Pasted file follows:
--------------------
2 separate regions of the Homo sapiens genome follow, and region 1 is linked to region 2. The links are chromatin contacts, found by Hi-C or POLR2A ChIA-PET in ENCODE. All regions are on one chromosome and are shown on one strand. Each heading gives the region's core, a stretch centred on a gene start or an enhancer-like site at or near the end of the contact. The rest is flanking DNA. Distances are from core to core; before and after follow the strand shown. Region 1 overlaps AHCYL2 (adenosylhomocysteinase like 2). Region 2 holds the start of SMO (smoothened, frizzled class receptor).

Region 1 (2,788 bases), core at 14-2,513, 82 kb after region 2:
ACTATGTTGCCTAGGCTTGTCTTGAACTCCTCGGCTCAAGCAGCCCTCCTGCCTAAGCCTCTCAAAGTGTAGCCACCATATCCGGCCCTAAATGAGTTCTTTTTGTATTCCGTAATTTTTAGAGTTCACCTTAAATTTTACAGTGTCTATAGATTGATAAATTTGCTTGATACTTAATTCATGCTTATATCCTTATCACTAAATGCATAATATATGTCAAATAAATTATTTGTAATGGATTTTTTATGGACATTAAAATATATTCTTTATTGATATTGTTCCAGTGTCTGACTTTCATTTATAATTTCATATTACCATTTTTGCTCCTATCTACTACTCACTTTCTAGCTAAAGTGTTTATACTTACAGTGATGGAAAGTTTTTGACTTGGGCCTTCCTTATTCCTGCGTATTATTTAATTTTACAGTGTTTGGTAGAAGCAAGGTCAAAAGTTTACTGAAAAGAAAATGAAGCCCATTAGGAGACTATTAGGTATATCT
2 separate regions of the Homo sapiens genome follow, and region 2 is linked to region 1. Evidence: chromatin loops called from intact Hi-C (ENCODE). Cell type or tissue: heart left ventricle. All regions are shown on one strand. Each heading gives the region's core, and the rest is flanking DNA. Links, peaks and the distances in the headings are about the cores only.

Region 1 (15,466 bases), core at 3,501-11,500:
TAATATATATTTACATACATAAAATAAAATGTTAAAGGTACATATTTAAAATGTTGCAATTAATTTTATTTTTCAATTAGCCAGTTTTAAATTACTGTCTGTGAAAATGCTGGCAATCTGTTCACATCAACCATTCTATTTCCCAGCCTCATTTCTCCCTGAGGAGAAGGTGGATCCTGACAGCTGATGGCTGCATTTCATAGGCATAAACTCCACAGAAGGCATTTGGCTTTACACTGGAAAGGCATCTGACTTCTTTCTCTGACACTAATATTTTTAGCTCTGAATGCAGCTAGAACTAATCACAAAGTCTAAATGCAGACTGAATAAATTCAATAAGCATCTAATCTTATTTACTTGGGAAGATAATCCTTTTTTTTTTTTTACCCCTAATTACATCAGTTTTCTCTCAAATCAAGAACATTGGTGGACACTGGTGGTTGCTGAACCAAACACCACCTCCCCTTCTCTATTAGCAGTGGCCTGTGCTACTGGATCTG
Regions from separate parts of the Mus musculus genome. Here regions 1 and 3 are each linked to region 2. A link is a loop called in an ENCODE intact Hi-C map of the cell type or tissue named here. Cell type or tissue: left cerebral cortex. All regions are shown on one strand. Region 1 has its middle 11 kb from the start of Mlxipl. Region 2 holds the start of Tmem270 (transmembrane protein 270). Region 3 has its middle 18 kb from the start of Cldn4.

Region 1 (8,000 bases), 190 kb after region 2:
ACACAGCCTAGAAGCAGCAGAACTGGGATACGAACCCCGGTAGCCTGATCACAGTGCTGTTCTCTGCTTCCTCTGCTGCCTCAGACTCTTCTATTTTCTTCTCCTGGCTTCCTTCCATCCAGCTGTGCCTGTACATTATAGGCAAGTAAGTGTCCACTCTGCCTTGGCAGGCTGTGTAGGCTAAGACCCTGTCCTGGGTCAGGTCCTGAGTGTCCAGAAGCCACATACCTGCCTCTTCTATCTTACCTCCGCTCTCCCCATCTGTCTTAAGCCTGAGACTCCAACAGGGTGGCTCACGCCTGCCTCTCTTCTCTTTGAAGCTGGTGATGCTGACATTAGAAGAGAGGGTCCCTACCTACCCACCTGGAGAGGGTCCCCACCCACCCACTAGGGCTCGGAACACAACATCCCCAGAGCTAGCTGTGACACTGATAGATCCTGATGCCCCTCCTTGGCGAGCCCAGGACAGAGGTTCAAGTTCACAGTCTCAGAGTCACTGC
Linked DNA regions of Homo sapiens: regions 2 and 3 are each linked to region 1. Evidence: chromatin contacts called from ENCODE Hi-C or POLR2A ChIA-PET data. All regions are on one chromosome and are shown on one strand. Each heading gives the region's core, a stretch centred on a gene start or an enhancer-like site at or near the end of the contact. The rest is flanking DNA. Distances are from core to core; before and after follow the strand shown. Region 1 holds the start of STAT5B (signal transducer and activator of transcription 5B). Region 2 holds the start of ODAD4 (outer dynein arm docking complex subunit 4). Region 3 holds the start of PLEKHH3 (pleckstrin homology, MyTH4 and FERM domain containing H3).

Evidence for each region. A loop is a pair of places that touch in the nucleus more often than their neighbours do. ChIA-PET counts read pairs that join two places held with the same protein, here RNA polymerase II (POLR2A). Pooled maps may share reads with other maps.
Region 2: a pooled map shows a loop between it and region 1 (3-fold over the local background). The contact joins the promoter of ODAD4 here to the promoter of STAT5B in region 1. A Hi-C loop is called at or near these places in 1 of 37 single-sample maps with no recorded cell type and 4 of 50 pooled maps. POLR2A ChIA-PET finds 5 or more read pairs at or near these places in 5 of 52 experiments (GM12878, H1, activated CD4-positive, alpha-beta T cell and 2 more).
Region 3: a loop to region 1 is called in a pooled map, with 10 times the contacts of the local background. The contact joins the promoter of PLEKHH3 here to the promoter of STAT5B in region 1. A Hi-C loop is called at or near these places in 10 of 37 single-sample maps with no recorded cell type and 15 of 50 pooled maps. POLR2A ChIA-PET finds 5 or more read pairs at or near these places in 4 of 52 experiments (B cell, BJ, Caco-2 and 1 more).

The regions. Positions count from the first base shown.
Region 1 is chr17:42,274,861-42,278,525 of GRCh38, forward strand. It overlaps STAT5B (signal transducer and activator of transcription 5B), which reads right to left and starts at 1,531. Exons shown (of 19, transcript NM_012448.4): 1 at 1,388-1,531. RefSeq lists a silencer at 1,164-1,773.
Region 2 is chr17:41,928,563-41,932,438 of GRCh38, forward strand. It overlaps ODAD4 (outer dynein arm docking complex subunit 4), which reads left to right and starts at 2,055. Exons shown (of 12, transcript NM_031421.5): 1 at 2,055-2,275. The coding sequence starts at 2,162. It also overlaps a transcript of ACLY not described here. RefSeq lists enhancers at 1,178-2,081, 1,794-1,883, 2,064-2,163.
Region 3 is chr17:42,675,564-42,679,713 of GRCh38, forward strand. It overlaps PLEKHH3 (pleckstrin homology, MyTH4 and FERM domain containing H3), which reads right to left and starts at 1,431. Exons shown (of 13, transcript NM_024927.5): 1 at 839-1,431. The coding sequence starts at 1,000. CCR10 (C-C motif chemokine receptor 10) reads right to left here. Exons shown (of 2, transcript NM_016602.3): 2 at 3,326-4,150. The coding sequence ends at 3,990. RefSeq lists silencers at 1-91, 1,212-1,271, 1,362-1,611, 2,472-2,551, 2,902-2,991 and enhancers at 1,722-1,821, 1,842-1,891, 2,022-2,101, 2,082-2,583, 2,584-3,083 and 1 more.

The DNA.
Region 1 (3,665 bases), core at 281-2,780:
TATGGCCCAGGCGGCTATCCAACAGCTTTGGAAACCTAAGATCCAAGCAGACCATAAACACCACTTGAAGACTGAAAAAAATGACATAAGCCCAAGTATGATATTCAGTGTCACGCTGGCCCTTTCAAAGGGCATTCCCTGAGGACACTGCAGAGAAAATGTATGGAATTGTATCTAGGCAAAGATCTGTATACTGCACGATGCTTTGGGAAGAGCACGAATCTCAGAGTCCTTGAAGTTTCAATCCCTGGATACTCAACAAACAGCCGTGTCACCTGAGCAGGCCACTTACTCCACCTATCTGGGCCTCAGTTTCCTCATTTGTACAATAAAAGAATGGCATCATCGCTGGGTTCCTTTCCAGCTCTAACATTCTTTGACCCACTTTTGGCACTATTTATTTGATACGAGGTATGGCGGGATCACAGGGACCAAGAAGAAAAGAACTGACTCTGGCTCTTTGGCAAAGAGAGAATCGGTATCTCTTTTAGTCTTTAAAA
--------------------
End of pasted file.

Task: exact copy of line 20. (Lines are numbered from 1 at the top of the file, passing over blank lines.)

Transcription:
TATGGCCCAGGCGGCTATCCAACAGCTTTGGAAACCTAAGATCCAAGCAGACCATAAACACCACTTGAAGACTGAAAAAAATGACATAAGCCCAAGTATGATATTCAGTGTCACGCTGGCCCTTTCAAAGGGCATTCCCTGAGGACACTGCAGAGAAAATGTATGGAATTGTATCTAGGCAAAGATCTGTATACTGCACGATGCTTTGGGAAGAGCACGAATCTCAGAGTCCTTGAAGTTTCAATCCCTGGATACTCAACAAACAGCCGTGTCACCTGAGCAGGCCACTTACTCCACCTATCTGGGCCTCAGTTTCCTCATTTGTACAATAAAAGAATGGCATCATCGCTGGGTTCCTTTCCAGCTCTAACATTCTTTGACCCACTTTTGGCACTATTTATTTGATACGAGGTATGGCGGGATCACAGGGACCAAGAAGAAAAGAACTGACTCTGGCTCTTTGGCAAAGAGAGAATCGGTATCTCTTTTAGTCTTTAAAA